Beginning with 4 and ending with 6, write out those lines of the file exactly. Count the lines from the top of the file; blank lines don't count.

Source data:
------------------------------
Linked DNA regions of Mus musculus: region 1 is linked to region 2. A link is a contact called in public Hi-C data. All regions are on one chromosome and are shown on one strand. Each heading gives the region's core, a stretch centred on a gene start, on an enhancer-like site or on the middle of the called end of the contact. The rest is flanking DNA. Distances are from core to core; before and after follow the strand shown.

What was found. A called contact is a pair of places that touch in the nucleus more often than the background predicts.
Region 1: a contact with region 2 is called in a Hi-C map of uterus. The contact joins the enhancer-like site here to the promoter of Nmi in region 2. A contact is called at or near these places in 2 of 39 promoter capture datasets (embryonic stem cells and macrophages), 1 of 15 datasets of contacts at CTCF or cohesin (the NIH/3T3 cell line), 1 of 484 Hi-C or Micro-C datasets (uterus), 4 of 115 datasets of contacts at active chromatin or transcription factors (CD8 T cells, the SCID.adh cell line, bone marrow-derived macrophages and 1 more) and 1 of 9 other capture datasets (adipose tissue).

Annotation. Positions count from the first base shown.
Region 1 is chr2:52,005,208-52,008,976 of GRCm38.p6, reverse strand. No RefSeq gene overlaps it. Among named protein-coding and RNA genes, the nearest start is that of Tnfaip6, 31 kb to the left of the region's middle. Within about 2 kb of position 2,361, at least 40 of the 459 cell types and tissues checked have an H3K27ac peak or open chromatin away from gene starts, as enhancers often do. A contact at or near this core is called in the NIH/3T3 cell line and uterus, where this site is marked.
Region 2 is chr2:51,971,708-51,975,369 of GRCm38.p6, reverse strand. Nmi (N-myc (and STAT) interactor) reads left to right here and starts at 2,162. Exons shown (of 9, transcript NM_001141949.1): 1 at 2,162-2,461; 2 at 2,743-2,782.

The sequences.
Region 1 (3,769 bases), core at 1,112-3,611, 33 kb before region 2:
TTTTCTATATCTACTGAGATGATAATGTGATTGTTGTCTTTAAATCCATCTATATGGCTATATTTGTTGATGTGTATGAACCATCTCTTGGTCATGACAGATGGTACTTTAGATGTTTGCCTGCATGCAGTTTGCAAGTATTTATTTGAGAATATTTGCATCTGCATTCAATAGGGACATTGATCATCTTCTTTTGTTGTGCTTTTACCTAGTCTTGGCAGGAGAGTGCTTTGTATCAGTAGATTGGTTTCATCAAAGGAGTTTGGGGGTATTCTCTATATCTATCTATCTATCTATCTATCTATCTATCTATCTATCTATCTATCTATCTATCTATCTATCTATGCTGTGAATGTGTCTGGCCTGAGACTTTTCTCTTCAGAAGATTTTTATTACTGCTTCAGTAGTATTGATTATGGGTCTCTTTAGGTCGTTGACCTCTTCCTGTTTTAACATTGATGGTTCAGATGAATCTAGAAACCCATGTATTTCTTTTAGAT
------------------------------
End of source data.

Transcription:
Annotation. Positions count from the first base shown.
Region 1 is chr2:52,005,208-52,008,976 of GRCm38.p6, reverse strand. No RefSeq gene overlaps it. Among named protein-coding and RNA genes, the nearest start is that of Tnfaip6, 31 kb to the left of the region's middle. Within about 2 kb of position 2,361, at least 40 of the 459 cell types and tissues checked have an H3K27ac peak or open chromatin away from gene starts, as enhancers often do. A contact at or near this core is called in the NIH/3T3 cell line and uterus, where this site is marked.
Region 2 is chr2:51,971,708-51,975,369 of GRCm38.p6, reverse strand. Nmi (N-myc (and STAT) interactor) reads left to right here and starts at 2,162. Exons shown (of 9, transcript NM_001141949.1): 1 at 2,162-2,461; 2 at 2,743-2,782.